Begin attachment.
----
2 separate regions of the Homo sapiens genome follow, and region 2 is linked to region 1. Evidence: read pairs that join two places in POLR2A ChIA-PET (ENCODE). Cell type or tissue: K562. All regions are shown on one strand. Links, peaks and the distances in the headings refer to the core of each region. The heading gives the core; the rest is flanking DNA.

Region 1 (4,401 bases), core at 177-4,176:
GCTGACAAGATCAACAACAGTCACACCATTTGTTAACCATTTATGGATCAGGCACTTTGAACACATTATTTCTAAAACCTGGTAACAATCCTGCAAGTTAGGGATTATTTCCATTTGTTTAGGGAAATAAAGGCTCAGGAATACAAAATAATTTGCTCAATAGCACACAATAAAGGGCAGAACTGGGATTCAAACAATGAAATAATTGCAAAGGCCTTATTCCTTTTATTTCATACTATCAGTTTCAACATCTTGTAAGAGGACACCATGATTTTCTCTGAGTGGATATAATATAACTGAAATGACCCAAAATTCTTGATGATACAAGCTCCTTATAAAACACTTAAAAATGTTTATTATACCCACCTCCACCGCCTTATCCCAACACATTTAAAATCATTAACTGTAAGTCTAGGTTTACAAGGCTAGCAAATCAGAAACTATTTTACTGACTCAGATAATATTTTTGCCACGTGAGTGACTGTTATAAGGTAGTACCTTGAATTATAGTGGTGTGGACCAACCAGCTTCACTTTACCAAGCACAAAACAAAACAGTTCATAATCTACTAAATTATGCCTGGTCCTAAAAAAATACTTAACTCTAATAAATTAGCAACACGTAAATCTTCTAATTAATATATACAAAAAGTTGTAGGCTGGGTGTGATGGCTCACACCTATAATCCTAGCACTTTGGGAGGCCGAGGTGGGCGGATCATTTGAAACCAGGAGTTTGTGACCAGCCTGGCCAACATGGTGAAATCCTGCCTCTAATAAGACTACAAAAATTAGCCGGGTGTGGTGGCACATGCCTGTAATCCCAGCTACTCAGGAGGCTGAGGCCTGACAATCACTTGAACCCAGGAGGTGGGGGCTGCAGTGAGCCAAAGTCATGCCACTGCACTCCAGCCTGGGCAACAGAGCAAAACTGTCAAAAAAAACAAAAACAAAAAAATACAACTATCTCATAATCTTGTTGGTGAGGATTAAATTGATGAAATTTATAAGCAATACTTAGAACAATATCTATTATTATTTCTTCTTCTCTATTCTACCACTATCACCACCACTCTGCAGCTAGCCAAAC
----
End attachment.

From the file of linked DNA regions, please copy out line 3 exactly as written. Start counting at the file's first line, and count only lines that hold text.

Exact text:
GCTGACAAGATCAACAACAGTCACACCATTTGTTAACCATTTATGGATCAGGCACTTTGAACACATTATTTCTAAAACCTGGTAACAATCCTGCAAGTTAGGGATTATTTCCATTTGTTTAGGGAAATAAAGGCTCAGGAATACAAAATAATTTGCTCAATAGCACACAATAAAGGGCAGAACTGGGATTCAAACAATGAAATAATTGCAAAGGCCTTATTCCTTTTATTTCATACTATCAGTTTCAACATCTTGTAAGAGGACACCATGATTTTCTCTGAGTGGATATAATATAACTGAAATGACCCAAAATTCTTGATGATACAAGCTCCTTATAAAACACTTAAAAATGTTTATTATACCCACCTCCACCGCCTTATCCCAACACATTTAAAATCATTAACTGTAAGTCTAGGTTTACAAGGCTAGCAAATCAGAAACTATTTTACTGACTCAGATAATATTTTTGCCACGTGAGTGACTGTTATAAGGTAGTACCTTGAATTATAGTGGTGTGGACCAACCAGCTTCACTTTACCAAGCACAAAACAAAACAGTTCATAATCTACTAAATTATGCCTGGTCCTAAAAAAATACTTAACTCTAATAAATTAGCAACACGTAAATCTTCTAATTAATATATACAAAAAGTTGTAGGCTGGGTGTGATGGCTCACACCTATAATCCTAGCACTTTGGGAGGCCGAGGTGGGCGGATCATTTGAAACCAGGAGTTTGTGACCAGCCTGGCCAACATGGTGAAATCCTGCCTCTAATAAGACTACAAAAATTAGCCGGGTGTGGTGGCACATGCCTGTAATCCCAGCTACTCAGGAGGCTGAGGCCTGACAATCACTTGAACCCAGGAGGTGGGGGCTGCAGTGAGCCAAAGTCATGCCACTGCACTCCAGCCTGGGCAACAGAGCAAAACTGTCAAAAAAAACAAAAACAAAAAAATACAACTATCTCATAATCTTGTTGGTGAGGATTAAATTGATGAAATTTATAAGCAATACTTAGAACAATATCTATTATTATTTCTTCTTCTCTATTCTACCACTATCACCACCACTCTGCAGCTAGCCAAAC